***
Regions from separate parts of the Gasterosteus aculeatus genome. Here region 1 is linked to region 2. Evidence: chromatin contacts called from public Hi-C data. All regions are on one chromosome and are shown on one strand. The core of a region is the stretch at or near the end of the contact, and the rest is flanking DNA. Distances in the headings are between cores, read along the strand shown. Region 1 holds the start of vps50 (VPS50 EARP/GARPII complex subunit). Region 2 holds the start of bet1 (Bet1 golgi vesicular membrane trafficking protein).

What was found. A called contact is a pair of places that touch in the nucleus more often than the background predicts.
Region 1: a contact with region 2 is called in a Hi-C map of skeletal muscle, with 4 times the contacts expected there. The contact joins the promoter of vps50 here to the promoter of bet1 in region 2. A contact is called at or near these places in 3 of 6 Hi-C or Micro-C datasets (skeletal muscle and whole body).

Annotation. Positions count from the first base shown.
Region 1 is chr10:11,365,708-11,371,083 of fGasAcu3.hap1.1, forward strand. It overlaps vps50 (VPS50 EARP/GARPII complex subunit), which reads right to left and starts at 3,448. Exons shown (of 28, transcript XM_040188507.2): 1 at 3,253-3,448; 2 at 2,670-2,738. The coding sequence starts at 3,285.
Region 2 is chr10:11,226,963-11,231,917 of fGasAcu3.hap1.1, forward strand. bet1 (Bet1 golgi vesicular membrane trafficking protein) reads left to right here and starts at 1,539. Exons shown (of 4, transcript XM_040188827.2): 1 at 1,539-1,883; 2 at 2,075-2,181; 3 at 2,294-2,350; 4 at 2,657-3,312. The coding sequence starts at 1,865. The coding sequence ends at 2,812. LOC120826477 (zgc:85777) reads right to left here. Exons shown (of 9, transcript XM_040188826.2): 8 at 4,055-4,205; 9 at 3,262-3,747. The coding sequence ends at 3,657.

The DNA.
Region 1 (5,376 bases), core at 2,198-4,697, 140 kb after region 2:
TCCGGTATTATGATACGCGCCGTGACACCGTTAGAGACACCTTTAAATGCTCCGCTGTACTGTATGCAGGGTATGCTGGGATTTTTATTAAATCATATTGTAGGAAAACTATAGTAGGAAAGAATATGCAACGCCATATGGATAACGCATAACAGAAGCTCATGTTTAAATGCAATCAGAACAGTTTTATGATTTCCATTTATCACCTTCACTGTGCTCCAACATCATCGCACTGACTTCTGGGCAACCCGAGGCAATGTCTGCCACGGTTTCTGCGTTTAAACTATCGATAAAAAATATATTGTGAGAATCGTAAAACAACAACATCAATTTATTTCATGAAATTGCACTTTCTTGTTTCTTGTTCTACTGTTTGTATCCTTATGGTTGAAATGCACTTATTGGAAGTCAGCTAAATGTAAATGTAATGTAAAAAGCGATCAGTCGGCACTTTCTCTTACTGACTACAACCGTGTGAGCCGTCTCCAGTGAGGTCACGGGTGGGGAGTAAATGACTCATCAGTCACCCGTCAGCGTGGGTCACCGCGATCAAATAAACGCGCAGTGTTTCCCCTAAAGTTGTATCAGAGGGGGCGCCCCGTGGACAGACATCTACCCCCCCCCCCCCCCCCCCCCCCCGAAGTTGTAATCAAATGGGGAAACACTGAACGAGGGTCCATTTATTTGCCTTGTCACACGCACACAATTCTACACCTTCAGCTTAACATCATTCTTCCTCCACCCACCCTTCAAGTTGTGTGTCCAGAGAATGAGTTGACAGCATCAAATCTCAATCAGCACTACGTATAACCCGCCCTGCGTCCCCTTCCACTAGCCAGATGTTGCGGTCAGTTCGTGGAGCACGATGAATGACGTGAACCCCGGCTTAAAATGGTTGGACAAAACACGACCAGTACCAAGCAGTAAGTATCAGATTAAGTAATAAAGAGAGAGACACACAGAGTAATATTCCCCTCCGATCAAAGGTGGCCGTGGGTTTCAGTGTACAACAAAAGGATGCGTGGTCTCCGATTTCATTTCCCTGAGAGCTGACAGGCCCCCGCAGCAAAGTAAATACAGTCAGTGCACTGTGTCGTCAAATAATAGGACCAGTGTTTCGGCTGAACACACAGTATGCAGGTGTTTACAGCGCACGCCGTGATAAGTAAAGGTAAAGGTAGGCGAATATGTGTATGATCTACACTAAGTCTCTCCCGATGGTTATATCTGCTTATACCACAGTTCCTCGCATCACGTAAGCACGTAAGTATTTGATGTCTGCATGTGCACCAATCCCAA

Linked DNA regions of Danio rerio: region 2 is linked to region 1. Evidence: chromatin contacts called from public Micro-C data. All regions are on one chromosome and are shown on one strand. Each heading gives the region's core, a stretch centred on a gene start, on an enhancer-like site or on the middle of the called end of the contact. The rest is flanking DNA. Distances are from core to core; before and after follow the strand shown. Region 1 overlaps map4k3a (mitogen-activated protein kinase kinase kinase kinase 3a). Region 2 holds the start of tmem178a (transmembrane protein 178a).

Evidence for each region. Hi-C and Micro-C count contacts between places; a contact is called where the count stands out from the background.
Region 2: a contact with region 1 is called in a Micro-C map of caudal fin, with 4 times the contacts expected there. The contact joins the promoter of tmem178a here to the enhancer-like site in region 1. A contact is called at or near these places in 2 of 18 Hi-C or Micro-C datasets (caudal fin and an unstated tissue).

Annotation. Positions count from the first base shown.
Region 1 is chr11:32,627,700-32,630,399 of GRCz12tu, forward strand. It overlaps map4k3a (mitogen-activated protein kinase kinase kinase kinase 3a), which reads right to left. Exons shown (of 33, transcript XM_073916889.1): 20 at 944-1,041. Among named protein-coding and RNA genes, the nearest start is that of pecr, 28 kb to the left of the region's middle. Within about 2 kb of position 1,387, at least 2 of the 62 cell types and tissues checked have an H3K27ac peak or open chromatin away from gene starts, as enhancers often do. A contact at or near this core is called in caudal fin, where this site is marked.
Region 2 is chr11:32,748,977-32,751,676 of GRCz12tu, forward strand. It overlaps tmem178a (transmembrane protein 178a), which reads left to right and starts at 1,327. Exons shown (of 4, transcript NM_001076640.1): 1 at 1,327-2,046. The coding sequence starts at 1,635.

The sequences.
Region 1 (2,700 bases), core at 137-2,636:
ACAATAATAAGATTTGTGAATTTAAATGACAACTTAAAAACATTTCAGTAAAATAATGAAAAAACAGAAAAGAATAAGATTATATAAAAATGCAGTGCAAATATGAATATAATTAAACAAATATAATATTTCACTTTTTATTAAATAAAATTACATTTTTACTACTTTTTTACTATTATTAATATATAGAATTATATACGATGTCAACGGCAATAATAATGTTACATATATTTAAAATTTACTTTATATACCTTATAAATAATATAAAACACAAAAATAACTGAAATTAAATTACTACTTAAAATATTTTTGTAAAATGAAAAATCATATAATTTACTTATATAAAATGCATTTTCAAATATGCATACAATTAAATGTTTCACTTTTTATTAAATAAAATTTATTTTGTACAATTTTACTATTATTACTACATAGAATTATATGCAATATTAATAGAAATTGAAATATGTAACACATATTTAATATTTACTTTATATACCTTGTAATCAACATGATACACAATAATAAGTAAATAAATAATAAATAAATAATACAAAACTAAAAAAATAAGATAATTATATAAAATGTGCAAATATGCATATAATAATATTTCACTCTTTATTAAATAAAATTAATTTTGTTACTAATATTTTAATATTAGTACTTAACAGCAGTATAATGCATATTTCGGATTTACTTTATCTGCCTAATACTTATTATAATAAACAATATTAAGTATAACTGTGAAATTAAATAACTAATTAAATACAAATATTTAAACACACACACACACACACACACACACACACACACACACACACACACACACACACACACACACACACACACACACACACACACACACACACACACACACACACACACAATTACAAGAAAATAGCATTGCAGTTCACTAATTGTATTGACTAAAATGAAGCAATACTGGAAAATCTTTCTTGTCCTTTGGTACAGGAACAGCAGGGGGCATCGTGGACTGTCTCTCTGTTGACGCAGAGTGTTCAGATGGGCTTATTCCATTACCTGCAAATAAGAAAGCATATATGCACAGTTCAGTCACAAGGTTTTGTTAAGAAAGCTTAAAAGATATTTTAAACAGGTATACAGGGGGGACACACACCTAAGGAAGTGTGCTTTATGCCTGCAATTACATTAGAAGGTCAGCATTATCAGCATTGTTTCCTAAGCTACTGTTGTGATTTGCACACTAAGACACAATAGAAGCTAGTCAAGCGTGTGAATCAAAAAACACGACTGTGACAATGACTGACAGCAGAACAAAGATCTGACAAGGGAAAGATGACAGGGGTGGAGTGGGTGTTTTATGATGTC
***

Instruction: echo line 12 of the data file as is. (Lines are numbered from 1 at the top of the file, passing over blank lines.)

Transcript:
Region 2: a contact with region 1 is called in a Micro-C map of caudal fin, with 4 times the contacts expected there. The contact joins the promoter of tmem178a here to the enhancer-like site in region 1. A contact is called at or near these places in 2 of 18 Hi-C or Micro-C datasets (caudal fin and an unstated tissue).